Muslims of India have often been lauded patronisingly for having rejected the call of Islamic state. They have invested heavily in the idea of secular India and stood by it. Can the same be said about Hindus in 2017? With them siding with a politics which marginalises minorities and seeks to subjugate them, they are losing their soul.

Gandhi had warned Hindus in his last days that if destroyed in India or Pakistan, Islam has other lands to realise its spiritual potential and flourish but if Hinduism is destroyed in India, it has no hope. By destroying others, it first destroyed itself. It can grow not by competing with others but by itself. For it to remain alive and creative spiritually it needed to constantly battle with itself and its protagonists. Gandhi was silenced not only because he favoured Pakistan or Muslims but also because he was constantly challenging Hindus. He considered it a weakness and sin for religion to  align with state. For this was a lazy path. Outwardly strong but hollow of any spiritual content. Gandhi abhorred the idea of an insecure, deceptive and violent Hinduism.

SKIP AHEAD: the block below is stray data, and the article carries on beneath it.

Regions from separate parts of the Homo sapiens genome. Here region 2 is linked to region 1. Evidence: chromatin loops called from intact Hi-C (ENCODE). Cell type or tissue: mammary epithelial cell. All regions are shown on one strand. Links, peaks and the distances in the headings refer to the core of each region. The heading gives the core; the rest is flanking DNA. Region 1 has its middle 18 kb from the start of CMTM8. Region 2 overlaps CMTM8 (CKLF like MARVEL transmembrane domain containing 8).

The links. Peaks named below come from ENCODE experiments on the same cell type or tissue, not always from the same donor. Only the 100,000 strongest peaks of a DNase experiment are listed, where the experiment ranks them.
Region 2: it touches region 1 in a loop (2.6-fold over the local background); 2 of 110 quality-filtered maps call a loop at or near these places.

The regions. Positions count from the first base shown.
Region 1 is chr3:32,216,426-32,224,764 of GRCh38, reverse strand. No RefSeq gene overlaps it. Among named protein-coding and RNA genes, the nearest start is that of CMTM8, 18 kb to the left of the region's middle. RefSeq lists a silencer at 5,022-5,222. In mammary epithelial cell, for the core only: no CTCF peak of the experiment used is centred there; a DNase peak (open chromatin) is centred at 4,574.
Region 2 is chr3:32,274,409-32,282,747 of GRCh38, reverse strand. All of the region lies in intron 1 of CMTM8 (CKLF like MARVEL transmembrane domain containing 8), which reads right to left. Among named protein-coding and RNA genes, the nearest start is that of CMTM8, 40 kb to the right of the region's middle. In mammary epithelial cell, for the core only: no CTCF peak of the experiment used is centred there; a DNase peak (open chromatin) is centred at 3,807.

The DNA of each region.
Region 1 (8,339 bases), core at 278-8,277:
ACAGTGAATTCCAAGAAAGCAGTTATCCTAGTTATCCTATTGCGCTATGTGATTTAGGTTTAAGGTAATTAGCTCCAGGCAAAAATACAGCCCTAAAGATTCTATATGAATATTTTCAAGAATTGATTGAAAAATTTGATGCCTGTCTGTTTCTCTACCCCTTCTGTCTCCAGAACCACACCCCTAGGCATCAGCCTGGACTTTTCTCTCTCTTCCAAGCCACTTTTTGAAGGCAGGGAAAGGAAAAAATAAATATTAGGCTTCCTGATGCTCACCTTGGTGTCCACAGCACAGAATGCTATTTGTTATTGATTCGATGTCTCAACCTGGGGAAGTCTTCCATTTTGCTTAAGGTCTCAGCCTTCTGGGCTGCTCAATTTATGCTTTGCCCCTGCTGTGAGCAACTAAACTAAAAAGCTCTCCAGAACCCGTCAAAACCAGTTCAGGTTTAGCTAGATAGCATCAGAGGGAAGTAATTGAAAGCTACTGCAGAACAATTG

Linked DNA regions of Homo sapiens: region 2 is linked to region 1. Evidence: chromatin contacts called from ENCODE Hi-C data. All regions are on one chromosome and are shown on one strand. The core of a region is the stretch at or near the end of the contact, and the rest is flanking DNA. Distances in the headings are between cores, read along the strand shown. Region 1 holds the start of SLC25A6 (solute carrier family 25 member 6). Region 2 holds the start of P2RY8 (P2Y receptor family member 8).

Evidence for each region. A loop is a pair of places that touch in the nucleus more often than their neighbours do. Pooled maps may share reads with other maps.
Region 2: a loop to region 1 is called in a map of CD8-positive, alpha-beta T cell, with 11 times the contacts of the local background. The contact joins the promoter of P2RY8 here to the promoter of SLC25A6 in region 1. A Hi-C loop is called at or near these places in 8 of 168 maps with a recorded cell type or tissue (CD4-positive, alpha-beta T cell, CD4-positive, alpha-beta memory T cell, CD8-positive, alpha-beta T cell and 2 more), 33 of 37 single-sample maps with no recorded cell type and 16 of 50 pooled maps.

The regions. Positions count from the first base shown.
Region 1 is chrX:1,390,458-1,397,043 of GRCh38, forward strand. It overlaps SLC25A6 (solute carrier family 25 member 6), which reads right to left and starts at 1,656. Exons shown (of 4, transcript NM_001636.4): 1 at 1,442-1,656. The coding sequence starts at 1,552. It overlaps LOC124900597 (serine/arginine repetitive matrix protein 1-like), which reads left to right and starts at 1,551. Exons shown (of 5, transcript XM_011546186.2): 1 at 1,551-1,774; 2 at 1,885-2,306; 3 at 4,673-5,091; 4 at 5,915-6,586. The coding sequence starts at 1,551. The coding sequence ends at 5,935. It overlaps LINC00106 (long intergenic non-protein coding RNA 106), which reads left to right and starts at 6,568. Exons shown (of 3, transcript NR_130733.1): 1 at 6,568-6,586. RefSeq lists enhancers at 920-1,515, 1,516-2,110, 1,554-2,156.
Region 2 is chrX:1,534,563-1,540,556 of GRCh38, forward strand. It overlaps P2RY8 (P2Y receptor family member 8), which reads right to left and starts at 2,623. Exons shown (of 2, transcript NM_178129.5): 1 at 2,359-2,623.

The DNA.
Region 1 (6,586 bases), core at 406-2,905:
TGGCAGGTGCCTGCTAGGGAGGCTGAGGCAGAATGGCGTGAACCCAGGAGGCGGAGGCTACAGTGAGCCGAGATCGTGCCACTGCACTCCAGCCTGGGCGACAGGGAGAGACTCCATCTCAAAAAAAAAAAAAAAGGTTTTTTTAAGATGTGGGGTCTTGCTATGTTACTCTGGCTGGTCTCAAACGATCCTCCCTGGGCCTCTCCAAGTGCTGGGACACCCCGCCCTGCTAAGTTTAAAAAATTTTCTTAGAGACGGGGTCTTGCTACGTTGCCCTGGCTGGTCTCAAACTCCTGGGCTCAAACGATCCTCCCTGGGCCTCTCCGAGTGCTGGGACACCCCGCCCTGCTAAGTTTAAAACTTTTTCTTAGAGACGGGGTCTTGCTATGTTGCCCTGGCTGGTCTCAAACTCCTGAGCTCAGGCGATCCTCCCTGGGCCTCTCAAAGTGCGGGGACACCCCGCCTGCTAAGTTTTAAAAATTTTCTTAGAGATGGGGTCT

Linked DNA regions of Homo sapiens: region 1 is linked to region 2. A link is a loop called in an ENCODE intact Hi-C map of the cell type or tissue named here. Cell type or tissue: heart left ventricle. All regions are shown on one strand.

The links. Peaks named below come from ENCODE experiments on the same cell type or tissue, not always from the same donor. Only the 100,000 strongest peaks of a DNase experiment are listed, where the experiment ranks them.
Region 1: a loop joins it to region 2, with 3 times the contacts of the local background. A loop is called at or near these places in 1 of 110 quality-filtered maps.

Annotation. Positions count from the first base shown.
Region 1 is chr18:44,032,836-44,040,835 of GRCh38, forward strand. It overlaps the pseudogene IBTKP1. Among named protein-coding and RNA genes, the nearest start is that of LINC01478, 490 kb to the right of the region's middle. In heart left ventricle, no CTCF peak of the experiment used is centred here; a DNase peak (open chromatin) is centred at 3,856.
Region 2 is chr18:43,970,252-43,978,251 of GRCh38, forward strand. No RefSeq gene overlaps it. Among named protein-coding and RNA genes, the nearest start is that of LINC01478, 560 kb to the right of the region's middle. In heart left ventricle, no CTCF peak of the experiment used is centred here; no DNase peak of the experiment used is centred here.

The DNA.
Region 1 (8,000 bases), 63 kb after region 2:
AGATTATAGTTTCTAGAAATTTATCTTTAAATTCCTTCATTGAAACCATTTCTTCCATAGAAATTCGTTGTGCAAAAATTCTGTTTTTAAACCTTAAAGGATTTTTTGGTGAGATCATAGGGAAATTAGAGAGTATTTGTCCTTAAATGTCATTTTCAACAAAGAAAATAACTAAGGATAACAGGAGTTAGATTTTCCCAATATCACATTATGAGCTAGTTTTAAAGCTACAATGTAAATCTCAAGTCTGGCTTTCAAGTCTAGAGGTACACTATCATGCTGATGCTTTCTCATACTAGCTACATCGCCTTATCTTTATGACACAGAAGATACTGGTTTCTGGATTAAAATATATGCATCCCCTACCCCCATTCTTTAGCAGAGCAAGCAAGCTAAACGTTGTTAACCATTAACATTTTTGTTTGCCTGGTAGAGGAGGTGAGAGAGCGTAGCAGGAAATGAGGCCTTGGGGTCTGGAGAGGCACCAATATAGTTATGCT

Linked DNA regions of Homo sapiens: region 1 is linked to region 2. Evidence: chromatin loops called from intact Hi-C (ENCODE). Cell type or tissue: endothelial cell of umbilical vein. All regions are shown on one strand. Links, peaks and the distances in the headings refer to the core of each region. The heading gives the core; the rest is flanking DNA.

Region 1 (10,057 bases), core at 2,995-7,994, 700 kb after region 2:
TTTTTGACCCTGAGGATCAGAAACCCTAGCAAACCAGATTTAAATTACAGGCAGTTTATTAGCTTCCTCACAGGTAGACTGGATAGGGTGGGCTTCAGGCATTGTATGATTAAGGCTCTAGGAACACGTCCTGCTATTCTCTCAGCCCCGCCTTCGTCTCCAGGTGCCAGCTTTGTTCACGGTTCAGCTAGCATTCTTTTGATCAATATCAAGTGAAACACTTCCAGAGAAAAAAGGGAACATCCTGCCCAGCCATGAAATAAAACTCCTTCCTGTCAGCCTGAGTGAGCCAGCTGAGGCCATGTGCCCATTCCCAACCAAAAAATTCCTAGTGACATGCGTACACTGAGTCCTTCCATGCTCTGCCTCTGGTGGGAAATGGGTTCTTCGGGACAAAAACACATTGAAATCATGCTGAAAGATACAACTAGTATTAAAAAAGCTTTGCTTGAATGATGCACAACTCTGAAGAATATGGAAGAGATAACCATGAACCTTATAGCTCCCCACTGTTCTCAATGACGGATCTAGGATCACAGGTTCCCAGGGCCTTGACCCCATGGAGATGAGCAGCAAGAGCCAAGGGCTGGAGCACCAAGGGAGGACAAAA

After Gandhi this critical tradition in Hinduism stopped. Hinduism is not a source of creativity for literature and arts in India anymore. The references to religion we find in music and dance also demonstrate that there is no new imagination of Hinduism, it is largely a rehash or nostalgia of an imagined past. We do see modern philosophers using Islamic or Christian resources to address the dilemmas of our times. Hinduism has only pop philosophers giving sermons and churning out popular literature who ultimately build large statues of Gods or turn propagandists of the political Hindutva. It is exclusionary, inward looking and fears to engage with others.

The rise of Hindu state of India is thus also the decline and impoverishment of the promise of Hinduism. Corrosion of the state institutional structure would affect our worldly life but this unchallenged take over by the Hindutva would turn Hinduism soulless. The act of recovery of the Hindu self would not be easy then.